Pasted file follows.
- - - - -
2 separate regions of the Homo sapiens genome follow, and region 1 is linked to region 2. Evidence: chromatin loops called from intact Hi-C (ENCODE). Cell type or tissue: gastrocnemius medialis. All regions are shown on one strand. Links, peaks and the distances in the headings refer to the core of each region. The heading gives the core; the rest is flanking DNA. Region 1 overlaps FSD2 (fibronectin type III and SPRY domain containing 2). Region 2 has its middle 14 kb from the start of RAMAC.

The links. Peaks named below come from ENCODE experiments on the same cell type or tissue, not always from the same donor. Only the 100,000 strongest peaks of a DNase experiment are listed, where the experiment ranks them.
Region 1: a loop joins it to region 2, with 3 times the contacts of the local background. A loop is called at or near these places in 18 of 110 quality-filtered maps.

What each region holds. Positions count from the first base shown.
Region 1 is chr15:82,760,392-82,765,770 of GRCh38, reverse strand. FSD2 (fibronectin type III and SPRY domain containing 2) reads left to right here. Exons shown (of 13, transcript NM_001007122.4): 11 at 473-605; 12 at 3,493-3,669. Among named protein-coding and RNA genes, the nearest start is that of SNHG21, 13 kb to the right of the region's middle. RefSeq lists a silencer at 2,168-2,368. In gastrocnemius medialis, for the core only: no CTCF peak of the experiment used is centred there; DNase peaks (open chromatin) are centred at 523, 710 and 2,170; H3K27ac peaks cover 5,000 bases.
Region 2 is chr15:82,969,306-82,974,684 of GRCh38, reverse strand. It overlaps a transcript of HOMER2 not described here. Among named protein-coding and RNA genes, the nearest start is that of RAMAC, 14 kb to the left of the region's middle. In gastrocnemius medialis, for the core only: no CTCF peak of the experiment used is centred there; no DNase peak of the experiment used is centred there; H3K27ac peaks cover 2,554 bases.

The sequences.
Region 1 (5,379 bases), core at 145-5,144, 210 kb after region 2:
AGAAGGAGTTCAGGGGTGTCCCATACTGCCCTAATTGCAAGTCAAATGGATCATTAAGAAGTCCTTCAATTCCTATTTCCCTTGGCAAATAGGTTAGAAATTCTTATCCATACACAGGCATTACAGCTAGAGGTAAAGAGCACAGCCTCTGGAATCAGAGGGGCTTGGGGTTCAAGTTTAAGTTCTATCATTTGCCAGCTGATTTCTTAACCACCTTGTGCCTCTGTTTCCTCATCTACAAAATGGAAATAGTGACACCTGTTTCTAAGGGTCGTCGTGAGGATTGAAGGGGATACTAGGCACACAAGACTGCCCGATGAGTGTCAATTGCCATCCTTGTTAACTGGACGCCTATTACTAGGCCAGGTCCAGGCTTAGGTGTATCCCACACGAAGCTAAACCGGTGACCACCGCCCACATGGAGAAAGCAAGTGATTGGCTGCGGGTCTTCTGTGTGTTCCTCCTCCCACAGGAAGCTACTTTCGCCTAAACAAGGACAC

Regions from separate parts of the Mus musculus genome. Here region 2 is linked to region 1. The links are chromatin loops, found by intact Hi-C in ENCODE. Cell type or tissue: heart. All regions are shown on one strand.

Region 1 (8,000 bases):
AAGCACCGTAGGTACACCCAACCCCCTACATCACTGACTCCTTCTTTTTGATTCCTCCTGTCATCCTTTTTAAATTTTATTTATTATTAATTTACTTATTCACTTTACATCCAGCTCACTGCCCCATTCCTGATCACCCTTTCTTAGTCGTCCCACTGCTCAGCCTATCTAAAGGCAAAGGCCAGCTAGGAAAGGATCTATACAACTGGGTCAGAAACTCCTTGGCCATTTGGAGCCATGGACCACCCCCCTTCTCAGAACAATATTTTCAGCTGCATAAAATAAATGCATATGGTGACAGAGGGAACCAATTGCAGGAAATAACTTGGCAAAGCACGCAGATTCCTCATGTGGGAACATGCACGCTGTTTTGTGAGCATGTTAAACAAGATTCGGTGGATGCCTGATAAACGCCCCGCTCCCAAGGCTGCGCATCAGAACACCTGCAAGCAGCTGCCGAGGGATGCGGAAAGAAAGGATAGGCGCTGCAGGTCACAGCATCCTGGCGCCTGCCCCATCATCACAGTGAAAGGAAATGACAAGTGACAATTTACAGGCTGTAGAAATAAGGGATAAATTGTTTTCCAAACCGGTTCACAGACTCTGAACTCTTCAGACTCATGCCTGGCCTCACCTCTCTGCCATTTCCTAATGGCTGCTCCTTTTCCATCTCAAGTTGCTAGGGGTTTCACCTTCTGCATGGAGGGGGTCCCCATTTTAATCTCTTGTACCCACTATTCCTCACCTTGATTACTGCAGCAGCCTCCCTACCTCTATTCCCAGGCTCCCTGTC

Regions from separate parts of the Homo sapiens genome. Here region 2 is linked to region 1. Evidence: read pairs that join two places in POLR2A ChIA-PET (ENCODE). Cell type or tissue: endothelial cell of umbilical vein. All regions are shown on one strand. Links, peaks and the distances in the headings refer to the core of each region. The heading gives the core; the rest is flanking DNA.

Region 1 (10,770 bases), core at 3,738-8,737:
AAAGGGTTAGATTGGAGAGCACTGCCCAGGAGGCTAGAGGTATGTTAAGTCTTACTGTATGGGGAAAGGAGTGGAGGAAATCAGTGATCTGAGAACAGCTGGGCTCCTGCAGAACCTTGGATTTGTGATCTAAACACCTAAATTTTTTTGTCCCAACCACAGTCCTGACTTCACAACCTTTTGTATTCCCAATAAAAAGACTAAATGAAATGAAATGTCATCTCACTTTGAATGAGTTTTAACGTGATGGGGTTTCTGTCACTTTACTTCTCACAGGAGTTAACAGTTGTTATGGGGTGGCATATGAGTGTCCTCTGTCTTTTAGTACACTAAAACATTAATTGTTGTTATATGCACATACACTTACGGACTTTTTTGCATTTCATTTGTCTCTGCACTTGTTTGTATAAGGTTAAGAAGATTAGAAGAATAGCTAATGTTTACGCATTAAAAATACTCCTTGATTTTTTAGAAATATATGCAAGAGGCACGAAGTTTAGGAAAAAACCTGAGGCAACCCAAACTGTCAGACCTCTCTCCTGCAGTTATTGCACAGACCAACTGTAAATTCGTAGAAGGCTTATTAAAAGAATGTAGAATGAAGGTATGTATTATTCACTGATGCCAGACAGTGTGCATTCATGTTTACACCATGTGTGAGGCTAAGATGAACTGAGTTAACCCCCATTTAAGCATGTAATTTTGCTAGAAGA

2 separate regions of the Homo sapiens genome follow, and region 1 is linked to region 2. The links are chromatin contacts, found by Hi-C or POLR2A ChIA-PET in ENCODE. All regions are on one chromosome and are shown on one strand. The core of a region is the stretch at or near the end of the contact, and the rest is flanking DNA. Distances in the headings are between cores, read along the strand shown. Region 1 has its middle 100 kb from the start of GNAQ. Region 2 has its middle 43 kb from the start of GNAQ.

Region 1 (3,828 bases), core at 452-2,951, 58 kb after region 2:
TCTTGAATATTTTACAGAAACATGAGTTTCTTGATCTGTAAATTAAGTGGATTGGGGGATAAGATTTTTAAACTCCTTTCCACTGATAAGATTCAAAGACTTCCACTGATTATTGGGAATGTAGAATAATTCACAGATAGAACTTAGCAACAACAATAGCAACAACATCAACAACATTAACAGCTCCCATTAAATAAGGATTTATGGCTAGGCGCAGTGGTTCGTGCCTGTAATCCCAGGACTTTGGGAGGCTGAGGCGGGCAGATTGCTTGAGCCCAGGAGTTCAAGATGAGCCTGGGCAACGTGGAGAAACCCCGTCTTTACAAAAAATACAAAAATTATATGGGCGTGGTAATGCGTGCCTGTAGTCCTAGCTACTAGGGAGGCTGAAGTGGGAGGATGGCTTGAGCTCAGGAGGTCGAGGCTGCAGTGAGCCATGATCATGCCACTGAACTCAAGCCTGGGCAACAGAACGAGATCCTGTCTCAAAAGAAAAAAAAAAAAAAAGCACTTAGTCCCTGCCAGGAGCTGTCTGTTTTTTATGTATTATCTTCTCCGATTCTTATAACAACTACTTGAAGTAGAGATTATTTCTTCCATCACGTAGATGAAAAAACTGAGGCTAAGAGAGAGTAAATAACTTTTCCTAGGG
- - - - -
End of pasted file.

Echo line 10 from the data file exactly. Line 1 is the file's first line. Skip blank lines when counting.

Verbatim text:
Regions from separate parts of the Mus musculus genome. Here region 2 is linked to region 1. The links are chromatin loops, found by intact Hi-C in ENCODE. Cell type or tissue: heart. All regions are shown on one strand.